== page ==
King Content

Apr 04, 2012 No Comments by

Interesting article in The Sunday Times on 1st April (that wasn’t an April Fool) suggesting that content creators/producers such as Matthew Weiner, who brought us Mad Men, will come to rule the televisual landscape.  Because a broadband connection, as opposed to an aerial or satellite dish, is increasingly becoming the medium by which consumers watch ‘TV’, platforms such as YouTube, Yahoo and even Netflix are beginning to create original programming.  By making their own stuff they get to keep more of the cash when they flog it.

This is mostly good news.  Mad Men may well win clutches of Emmy awards but hardly anyone watches it – fewer than 100,000 in the UK saw the opening episodes of season five on Sky Atlantic and in the US only 3.5 million viewers regularly tune in.  Advertising revenue depends on viewing figures and 3.5 million viewers for a show that costs AMC, the US channel that shows it, $3 million per episode is pitiful.  AMC gets its money back by selling the show outside the US but, given the subject matter and the era in which it’s set, you have to wonder whether Mad Men would have the same appeal for viewers in, say, India or China as it sort-of-does in the US.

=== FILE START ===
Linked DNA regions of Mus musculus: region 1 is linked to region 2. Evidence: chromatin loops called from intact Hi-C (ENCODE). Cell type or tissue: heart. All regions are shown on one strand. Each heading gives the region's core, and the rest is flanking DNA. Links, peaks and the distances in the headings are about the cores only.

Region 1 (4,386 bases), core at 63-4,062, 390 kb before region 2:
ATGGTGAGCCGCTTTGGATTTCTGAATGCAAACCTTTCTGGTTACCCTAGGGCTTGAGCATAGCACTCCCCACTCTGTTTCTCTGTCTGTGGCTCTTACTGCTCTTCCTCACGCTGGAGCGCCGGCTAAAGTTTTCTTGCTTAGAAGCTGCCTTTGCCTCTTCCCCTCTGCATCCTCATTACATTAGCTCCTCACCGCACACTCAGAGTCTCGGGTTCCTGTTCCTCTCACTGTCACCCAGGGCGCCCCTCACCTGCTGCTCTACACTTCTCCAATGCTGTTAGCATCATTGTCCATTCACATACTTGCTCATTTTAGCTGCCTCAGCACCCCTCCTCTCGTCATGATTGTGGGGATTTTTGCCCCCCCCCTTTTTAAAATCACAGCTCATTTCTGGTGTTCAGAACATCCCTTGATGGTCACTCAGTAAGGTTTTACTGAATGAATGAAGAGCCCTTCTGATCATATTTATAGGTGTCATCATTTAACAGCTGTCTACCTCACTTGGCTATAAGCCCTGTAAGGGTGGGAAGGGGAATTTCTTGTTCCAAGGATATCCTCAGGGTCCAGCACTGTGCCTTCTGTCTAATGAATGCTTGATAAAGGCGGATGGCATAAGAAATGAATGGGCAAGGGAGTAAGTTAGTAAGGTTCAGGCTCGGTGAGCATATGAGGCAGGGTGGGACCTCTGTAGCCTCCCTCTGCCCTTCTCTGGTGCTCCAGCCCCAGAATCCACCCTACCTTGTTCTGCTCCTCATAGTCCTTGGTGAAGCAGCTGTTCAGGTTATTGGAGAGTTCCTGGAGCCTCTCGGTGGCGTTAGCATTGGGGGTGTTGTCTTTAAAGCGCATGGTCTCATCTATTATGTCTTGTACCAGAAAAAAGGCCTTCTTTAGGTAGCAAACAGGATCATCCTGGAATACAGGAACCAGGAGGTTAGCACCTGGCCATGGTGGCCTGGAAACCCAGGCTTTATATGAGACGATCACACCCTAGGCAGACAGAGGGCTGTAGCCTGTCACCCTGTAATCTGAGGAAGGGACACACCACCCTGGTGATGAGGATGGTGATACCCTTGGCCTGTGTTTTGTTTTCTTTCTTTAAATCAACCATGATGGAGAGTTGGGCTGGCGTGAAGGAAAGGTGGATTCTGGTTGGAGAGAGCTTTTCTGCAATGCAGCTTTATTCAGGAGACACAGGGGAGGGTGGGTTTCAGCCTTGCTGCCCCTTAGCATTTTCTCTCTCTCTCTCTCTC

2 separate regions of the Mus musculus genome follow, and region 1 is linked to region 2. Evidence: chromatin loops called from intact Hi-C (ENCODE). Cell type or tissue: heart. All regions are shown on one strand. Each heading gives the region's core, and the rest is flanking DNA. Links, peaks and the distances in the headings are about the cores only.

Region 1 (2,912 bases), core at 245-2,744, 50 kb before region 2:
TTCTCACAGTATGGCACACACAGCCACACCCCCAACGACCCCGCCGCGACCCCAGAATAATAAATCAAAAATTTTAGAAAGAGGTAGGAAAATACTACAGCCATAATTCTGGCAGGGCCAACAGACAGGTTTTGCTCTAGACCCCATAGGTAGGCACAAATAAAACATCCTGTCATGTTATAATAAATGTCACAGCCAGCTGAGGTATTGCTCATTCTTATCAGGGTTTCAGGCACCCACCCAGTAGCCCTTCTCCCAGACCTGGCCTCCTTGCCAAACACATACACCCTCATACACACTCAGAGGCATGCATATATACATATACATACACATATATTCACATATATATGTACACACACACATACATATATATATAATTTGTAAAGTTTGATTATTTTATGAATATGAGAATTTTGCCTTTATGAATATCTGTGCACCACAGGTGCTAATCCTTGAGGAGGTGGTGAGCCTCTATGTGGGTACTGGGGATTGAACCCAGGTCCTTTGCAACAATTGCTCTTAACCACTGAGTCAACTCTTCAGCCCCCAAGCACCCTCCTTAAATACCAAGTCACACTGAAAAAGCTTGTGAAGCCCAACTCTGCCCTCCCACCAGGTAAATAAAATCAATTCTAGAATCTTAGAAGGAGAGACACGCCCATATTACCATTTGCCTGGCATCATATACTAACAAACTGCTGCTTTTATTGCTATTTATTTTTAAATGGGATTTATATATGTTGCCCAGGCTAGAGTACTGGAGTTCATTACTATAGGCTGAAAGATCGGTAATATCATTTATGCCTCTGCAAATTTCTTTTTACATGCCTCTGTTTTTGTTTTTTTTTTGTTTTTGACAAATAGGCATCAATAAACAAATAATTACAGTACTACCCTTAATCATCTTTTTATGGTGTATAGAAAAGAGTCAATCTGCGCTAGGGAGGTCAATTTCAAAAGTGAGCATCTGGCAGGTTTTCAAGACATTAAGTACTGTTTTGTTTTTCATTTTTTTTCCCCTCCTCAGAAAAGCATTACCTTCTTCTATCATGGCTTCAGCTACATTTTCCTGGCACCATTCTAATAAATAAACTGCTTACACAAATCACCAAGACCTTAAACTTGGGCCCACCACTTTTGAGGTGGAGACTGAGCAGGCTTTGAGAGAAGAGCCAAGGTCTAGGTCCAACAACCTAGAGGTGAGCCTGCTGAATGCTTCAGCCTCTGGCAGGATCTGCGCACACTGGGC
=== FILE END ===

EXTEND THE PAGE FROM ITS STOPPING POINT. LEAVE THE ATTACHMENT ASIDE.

It may be that the perceived social status of Mad Men’s viewers makes them more valuable to advertisers – upmarket magazines such as GQ and Vogue don’t sell millions of copies but the orthodoxy is that those who do buy such titles have plenty of disposable cash to spend on high ticket items.

The very nature of the Internet persuades users to target content.  The sheer volume of content dictates having to know what you want or like and then either finding it, or allowing it to find you (via preferences you might have set during previous searches).  Unless your TV is animated wallpaper, chances are you’re quite selective about what you watch, although your licence fee or subscription still pays for all the stuff you don’t watch.  Pretty soon that will change.

Broadcast TV is about as open a platform as you can get.  One consequence, though, is that it’s very easy for TV programmes to be recorded and uploaded to various websites that let others download those programmes for nothing; which is piracy, file-sharing and illegal.  Trying to stop it is like trying to curb the drugs industry.  If, however, you have a TV series that isn’t broadcast in the traditional sense but made available on a closed platform such as Netflix or You Tube, it would be easier to control what subsequently happened to that content.  Music and movie companies routinely add a code to CDs or DVDs that they send in advance to reviews journalists.  It makes the source of any pirated copies of that material easier to identify.

In the past couple of years two TV series were cancelled mid-way through runs because of poor viewing figures.  Remember Flash Forward or The Event?  If you do, you’ll know that each disappeared just before Christmas with a promise that they’d return in the New Year.  Neither did.  Flash Forward was getting 6.5 million viewers in the US and The Event went from 11 million to 5 million before the plug was pulled.  Either way, these figures make Mad Men’s seem even more puny and it has been picked up for at least one more 13-episode season.  So it can’t just be about the numbers.